In Elections & in Life, We Need the Cowboy Code of Ethics
Warning — this blog post may “trigger” some folks, and if it does, I’m probably not going to be the blogger you’ll want to read regularly, and that’s okay.
In 13 years of writing for BEEF, I’ve made countless friends across the country, but opining on the beef industry has also earned me a long list of haters. I guess that’s what happens when you spend your entire adult career asking hard questions and pushing back against the popular narrative being pushed in today’s culture.
In case you’re new around here, my name is Amanda Radke. I’m a beef producer from South Dakota, raising the sixth generation on our Limousin seedstock operation. BEEF Daily was a concept I pitched to the BEEF team back in 2008. Blogs were brand new at the time, and I urged the editor and publisher to give me the opportunity to create a community of ranchers on the website through a blog, in addition to its regular offering of articles and news releases.
Thankfully, they liked the idea, and BEEF Daily officially launched in September 2008. I was just a 21-year old college kid writing to a much more mature and seasoned audience. That didn’t bother me one bit though, and I hit the ground running with youthful enthusiasm.
So, what did I write about?
For starters, my life — graduating from college, moving back home to the ranch, buying land and cattle, getting married, having kids, becoming foster parents, celebrating milestones and learning the cattle business through the school of hard knocks.
Additionally, I focus on external threats that could derail myself and my fellow beef producers. Animal rights activists, environmental extremists, burdensome regulations, the errant Dietary Guidelines for Americans, ballot initiatives, government overreach and politics.
Yes, politics. I covered the tail end of George W. Bush’s term, the entirety of the Barack Obama years and the last four years of Donald Trump. I’ve dished on the good, the bad and the ugly of each administration from my vantage point of the ranch, and I don’t plan to stop in 2021 and beyond. Even if it means losing friends and earning hate mail.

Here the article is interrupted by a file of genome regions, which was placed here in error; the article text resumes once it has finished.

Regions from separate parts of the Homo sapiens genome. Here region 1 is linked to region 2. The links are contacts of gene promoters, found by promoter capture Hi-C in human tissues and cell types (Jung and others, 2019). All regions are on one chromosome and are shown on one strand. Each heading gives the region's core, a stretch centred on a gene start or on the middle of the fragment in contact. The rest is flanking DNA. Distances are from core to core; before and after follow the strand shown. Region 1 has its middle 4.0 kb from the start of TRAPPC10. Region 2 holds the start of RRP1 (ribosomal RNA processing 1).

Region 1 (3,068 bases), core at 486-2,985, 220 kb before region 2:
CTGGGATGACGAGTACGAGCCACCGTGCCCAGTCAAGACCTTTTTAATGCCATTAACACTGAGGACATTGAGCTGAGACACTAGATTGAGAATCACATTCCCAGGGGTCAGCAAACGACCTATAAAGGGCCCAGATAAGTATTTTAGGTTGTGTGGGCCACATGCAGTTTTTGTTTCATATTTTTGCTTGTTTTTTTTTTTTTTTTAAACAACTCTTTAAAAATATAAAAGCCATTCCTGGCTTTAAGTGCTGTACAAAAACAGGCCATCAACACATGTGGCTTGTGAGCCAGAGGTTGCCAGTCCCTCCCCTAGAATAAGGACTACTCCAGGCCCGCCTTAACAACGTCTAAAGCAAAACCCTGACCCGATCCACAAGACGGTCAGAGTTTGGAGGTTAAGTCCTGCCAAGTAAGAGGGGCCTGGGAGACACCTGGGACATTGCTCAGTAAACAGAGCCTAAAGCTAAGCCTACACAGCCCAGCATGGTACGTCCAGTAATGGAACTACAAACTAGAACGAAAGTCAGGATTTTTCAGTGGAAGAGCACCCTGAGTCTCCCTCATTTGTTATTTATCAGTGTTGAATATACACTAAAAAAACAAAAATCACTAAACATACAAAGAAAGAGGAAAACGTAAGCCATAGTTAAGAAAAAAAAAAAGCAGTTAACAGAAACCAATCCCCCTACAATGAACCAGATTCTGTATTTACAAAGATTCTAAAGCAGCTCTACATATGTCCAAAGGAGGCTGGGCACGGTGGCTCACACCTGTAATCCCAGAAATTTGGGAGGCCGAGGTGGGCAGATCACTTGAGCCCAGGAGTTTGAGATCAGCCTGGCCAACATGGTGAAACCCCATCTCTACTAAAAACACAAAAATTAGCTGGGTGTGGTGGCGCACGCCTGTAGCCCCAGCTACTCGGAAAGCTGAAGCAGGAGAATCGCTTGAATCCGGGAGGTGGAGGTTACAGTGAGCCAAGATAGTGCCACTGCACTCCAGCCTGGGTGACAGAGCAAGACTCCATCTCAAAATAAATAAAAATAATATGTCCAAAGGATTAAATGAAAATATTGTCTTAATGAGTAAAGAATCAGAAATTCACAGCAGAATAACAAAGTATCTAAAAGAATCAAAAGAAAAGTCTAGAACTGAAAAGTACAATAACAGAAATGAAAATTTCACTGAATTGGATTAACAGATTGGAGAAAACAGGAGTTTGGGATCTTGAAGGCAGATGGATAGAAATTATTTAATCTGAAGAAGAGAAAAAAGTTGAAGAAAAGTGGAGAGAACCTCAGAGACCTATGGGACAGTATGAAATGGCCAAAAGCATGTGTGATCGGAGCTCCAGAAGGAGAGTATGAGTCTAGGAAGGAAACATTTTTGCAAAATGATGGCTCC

It’s funny how you remember the mean and nasty comments people say about you when you write honestly and from the heart.
Like when I led a walkout from a Carrie Underwood concert at the National FFA Convention as a high school freshman because she is a strong supporter of the Humane Society of the United States. Even though more than 1,000 kids walked out with me that evening in solidarity with America’s livestock producers, there’s one comment I received on YouTube that sticks with me all these years later.
In a nutshell, the poster suggested I was a fat cow that should have my throat slit in a packing plant and be served to FFA families instead of beef cattle. Illogical and mean, but hey, I still remember it.
I also remember when announcing the birth of our first daughter, how a troll, in some very ugly words I won’t repeat, suggested my baby should be taken away from me just like we take away calves at weaning.
Then, of course, there was that time I pushed back against Ellen DeGeneres when she suggested we “be neat and eat less meat.” My open letter to the talk show host went viral, and with that “15 minutes of fame” arrived a caravan of trolls, threatening my life, my family and my cattle with graphic images, vicious words and mob attacks.
And there have been so many cases of assault on my character, my livelihood and my safety in between these cases, so why do it? Because there are a few things that guide me to write and to write honestly from the heart.
For starters, I’m shaped by the 10 commandments and the Bible. I’ve been told by readers over the years that I should keep my faith off the blog. Frankly, that would be impossible because it’s my faith that directs my decision-making in life, on the ranch, as a parent and wife and in my role in this cattle business.
I’ve also been told I shouldn’t write about fake meat companies because they are a practical option for feeding the world. Fair enough if you want to eat the imitation products, but you better believe I’m going to call them out when they use questionable and manipulative marketing tactics that disparage beef in order to sell their products.